Development of an Autonomous Flight Control System for Micro Aerial Vehicles

In recent years the research and development of autonomous aerial vehicles has increased. Unmanned aerial vehicles (UAV) can be used to observe areas or provide services, such as an emergency GSM network, if these services fail due to heavy overload during catastrophic events. Besides, there are many more application areas for autonomous aerial vehicles. Micro aerial vehicles represent a subclass of UAVs and are reduced in size and weight.

From the engineering point of view, an operator, leading the MAV to the right position, usually controls MAVs manually. This thesis adds an information theoretic approach to MAVs in a way, that tasks of the MAV are automatized. A task would be, for example, to identify a specific object, fly autonomously a route between two trees without collisions. Depending on the distance between the trees, this task is hard to accomplish for humans.

The architecture of the control system consists of a micro controller unit (MCU), a sensor unit and a camera unit. The camera unit evaluates frames and provides flight route recommendations to the MCU. These signals are then compared and evaluated with the signals provided by the sensor unit. All signals are then analyzed and evaluated in real-time to make a decision. The sensor unit contains an inertial measurement unit (IMU) and a GPS receiver. Within the IMU there is a gyroscope, ultra sonic measurement unit and air pressure sensor. The IMU data and the GPS data are directly evaluated by the MCU. The camera unit consists of an ARM A8 processor and a camera to evaluate frames and transmit the evaluation to the MCU. The camera is connected via the universal serial bus (USB) and the ARM A8 board is connected via the UART serial interface to the MCU, since the frame evaluation and thus the main data throughput is performed on the ARM A8 processor.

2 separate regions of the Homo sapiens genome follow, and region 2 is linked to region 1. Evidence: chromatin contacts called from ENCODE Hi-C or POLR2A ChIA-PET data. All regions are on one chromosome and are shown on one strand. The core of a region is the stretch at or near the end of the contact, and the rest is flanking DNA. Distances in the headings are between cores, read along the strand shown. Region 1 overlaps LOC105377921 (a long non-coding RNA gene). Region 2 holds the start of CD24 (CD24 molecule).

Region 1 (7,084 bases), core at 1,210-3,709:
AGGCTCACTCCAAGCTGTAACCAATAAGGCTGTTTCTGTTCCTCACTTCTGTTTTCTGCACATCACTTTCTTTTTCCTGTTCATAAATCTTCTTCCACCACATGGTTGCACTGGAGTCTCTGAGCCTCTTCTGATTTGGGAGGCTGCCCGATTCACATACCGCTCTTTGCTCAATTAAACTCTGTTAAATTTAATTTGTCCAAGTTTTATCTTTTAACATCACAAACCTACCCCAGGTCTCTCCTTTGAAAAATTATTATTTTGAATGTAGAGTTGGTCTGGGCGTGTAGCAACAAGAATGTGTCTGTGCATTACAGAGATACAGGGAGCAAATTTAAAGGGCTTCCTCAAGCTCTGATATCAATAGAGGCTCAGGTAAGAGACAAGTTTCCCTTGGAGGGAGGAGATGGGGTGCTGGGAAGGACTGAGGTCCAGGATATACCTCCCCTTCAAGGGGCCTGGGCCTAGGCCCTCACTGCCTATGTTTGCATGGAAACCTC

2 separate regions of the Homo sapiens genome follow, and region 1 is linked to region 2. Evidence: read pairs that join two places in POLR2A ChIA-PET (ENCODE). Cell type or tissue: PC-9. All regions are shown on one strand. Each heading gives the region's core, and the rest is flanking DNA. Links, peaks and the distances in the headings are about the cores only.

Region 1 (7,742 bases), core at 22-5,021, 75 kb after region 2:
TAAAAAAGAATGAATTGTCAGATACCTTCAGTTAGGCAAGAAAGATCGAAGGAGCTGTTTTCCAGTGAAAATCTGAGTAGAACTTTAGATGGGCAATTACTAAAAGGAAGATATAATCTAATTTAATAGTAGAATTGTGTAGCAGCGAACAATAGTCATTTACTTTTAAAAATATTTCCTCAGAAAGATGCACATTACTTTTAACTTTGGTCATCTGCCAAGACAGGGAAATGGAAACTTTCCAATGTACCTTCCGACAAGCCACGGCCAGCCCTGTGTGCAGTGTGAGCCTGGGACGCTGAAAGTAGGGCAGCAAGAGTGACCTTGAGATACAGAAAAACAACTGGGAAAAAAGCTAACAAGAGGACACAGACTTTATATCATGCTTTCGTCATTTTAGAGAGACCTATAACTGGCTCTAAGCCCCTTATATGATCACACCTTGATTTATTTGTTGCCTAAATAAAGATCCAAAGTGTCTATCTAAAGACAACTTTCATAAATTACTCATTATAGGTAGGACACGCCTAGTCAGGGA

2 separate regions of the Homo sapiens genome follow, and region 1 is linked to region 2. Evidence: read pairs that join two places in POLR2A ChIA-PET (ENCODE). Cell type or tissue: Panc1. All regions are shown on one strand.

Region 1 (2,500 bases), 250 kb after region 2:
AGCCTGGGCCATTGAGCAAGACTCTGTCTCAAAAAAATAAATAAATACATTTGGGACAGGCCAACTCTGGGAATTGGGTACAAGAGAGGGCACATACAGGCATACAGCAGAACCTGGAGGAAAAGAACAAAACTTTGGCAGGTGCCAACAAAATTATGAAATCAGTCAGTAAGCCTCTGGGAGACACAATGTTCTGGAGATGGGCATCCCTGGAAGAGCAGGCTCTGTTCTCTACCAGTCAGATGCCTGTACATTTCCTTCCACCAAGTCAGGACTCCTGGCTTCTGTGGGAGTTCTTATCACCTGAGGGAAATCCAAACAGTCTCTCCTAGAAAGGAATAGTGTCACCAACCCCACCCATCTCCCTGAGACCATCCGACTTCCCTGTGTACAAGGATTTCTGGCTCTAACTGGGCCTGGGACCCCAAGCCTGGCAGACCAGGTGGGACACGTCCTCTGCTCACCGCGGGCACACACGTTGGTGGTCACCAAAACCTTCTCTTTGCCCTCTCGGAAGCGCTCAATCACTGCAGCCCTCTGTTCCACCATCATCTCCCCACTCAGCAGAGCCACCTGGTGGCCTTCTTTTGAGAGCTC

Tilt Wing IMAV

The goal of this master thesis is to develop an autonomous flight control system, running on resource constraint embedded systems. Hardware constraints include a small size and a low weight, since a higher weight requires more powerful aircraft engines. These hardware constraints induce strict software constraints, since resources like computational power are limited. Nevertheless, the airspeed of the MAV provides another challenge, since MAVs cannot be stopped within flight and data processing has to be performed fast and in real-time. The Institute of Flight System Dynamics at RWTH Aachen University, constructing a MAV, supports the information theoretic approach by providing controller models. The development, implementation, integration and testing of the autonomous flight control system is performed within this master thesis.


C. Dernehl is currently working on this thesis.


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